Tonight two English teams, Liverpool and Tottenham Hotspur, are meeting in the final of the Champions League, the club championship of Europe.
There’s something odd about two English teams playing each other in Madrid, but the choice of venue was established long ago, when no one suspected that our teams would overachieve so spectacularly.
The English fans of the two teams have made their way to Madrid, yet so far no full-scale riots have been reported. However, I confidently predict they’ll break out eventually, after our football lovers have drunk the city dry. (Take it easy on that San Miguel, lads, it’s quite pokey.)
Their presence in the stands of the Atlético Madrid stadium is guaranteed to give the match a nice homey feel, creating the elegant, calm, polite and humorous ambiance John Cleese believes – correctly! – to be uniquely English.
But here’s the snag: the visiting fans will only take up half the seats in the 68,000-capacity stadium. This makes me worried that the 34,000 Spanish fans will feel left out in their own city.
However, they shouldn’t fret: I’m here to help. All they have to do to fit right in is learn a few stock chants, and Roberto is your uncle, as they say in Spain.
It’s all a matter of etiquette, and who better to give advice on it than someone who has made a lifelong study of charming English idiosyncrasies?
So here are a few suggestions from an inexhaustible reservoir of the football lexicon and chants. Spanish fans should think of John Cleese and other impeccable English gentlemen when following my tuition.
If you support Spurs, sing “You’ll never work again” to the tune of the Liverpool FC song “You’ll never walk alone”. This is a kind reference to the high unemployment rate in that city.
You may then wish to enlarge on your comments about Liverpool and its inhabitants: “Your mum’s your dad, and your dad’s your mum, you’re inbred and you’re benefit scum.”
A comment on the crime situation and its causal links with unchecked immigration wouldn’t be out of order either: “Stand up if an immigrant robbed your house!”.
Now Spurs call themselves ‘Yid army’ because they are based in a vaguely Jewish neighbourhood. Hence if you’re a Liverpool supporter, if only for the night, make sure you scream anti-Semitic invective whenever a Spurs player touches the ball. Making the hissing sound of gas going into the death chamber will also help you sound authentic.
In the same vein you may want to pose the question “Where’s your foreskin gone?// where’s your foreskin gone?// where’s your foreskin gone?” – and so forth.
When the Spurs Korean striker Son is dribbling, chant: “He’ll run and he’ll score, he’ll eat your Labrador.”
Whenever a burly defender has the ball, sing: “His name is [insert player’s name] and he dances on the grass// Don’t take the ball from him, he’ll kick your f***ing arse.”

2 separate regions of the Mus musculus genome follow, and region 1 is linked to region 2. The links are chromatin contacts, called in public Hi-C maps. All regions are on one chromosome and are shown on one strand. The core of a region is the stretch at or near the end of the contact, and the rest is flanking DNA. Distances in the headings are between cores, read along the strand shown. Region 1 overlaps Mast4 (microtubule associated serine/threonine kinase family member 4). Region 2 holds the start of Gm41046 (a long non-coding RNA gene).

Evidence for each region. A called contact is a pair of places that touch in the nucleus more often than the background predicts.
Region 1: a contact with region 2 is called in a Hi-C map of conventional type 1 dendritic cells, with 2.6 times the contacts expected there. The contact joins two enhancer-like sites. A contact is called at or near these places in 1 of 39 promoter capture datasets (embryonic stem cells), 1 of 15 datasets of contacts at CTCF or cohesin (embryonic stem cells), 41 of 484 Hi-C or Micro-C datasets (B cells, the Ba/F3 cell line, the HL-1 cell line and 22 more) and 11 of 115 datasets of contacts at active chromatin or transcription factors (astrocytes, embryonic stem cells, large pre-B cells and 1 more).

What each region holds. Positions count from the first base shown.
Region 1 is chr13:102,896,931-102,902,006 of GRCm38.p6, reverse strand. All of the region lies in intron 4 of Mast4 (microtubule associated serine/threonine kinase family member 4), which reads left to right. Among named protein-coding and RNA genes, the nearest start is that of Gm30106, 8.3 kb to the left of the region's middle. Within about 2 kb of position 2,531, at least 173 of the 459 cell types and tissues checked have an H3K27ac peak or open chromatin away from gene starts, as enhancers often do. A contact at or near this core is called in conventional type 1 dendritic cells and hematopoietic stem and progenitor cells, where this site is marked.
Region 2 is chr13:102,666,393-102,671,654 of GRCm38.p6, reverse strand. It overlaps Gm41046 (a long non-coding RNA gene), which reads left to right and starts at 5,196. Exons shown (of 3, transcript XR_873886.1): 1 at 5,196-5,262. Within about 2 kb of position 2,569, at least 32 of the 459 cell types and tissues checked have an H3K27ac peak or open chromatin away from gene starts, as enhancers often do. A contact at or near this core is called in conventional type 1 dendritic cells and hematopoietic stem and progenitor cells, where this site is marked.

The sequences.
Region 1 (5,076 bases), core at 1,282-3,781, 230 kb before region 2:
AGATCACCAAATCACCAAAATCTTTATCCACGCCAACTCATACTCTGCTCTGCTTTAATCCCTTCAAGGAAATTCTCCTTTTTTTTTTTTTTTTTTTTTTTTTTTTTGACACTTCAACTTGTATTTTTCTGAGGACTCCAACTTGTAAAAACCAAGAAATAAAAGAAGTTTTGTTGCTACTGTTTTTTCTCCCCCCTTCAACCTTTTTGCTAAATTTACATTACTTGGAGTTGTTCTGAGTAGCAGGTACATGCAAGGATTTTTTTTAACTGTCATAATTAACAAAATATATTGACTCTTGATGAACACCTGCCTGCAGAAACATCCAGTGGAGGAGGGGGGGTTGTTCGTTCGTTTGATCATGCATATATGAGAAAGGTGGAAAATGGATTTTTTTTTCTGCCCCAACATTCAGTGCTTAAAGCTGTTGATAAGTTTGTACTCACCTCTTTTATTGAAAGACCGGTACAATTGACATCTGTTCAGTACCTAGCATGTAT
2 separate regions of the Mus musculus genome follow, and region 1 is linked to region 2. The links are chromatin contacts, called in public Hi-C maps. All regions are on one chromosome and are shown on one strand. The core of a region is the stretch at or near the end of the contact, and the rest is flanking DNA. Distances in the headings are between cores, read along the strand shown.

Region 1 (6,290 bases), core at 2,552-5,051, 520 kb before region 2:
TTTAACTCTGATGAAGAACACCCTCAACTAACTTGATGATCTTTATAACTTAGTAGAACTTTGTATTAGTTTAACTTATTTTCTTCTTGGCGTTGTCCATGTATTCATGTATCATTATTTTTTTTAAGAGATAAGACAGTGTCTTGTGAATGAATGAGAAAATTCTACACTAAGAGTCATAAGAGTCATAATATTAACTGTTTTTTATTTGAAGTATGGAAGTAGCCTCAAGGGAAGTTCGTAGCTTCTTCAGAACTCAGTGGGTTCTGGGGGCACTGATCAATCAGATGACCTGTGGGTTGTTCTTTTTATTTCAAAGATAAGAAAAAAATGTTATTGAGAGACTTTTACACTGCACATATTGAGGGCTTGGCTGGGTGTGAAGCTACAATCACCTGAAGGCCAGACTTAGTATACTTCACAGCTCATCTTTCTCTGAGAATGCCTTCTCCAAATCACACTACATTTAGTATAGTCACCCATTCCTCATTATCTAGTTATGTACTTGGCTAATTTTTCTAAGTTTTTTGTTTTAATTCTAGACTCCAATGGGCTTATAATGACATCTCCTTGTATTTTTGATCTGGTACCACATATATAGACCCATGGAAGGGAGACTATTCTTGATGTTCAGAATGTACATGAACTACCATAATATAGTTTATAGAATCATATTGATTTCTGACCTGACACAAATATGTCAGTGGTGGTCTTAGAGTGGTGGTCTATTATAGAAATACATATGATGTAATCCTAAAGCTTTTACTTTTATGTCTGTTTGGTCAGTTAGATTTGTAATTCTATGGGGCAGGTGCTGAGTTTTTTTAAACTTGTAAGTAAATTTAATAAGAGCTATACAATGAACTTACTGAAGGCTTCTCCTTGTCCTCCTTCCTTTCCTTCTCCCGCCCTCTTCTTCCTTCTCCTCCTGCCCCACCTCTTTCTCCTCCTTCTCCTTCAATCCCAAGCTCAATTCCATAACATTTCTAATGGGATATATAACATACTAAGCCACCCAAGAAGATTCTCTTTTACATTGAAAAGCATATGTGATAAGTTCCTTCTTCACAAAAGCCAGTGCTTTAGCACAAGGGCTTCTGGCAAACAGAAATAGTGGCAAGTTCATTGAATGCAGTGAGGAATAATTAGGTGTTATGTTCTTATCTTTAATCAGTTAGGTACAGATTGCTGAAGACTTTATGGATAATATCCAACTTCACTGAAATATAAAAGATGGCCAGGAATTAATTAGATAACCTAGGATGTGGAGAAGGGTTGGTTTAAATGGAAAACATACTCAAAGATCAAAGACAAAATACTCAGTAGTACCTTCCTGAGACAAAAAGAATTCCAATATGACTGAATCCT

When the Liverpool Egyptian striker Mo Salah is attacking, sing: “Mo Salah! Mo Salah! Mo Salah!Running down the wing//Salah, la, la, la//The Egyptian King!”
The proper English response to a player losing the ball is to yell “You’re shit, and you know you are!”
Note that this is a ubiquitous and flexible phrase. For example, when England played France in Paris a few years ago, the English fans were singing “You’re French and you know you are!”, much to the home crowd’s consternation. Unfamiliar with the underlying phrase, they just shrugged: “Mais bien sûr nous sommes français”.
If a player doesn’t appeal to you, shout: “Stand up if you hate [insert player’s name].
If a player does appeal to you, sing: “There’s only one [insert player’s name].” If the player has recently admitted to having fashionable psychiatric disorders, instead sing: “There are only two [insert player’s name in the plural]”.
Alternatively, you may sing “[Player’s name] is here, he’s there, he’s everyf***ingwhere!”
If the opposing fans are less loud than you are, scream: “Your support is f***ing shit!”
For a Spurs supporter it’s de rigueur to bring up the 1989 Hillsborough disaster, when 96 fans were crushed to death during a match between Liverpool and Nottingham Forest.
This must be done with the characteristic English tact: “Who’s that standing at Hillsborough?// Who’s that turning f***ing blue?// It’s a Scouser and his mates, getting crushed on Hillsborough’s gates.” (For the benefit of Spanish fans, ‘Scouser’ is an affectionate term for a Liverpudlian.)
Whenever a player has incurred your displeasure, sing: “[Player’s name] is queer, he takes it up the rear.” This, irrespective of the player’s sexuality.
If wishing to voice your displeasure at the referee in general or any particular call in particular, shout: “The ref’s a wanker!” Actually, this could be used even if you’re happy with the referee, just to keep him on his toes.
When a black player is in action, you can put forth a mature judgement on Britain’s racial policy by observing, irrefutably, “There ain’t no black in the Union Jack!” But do make sure there’s no Anglophone cop within earshot.
If one is about, reassure him by singing “We aren’t racist, we just don’t like you.”
If the other team is losing, you may thus comment on their fans’ subdued mood: “You only sing when you’re winning!”
However, if your team scores, you should add a new twist to your comment on the opposition’s vocalism: “Can you hear the [insert team name] sing? I can’t hear a f***ing thing.”
There, this should get you started. Just keep in mind that, when an English fan asks you “What you lookin’ at, sunshine?”, this isn’t a request for information. Walk away or you’ll get punched.
P.S. From the gor blime to the sublime, if any music lovers among you happen to be in London on 6 June, do attend the recital of my wife, Penelope Blackie. Take my word for it: nowhere in the world will the piano be played so beautifully on that day. For details: penelopeblackie.com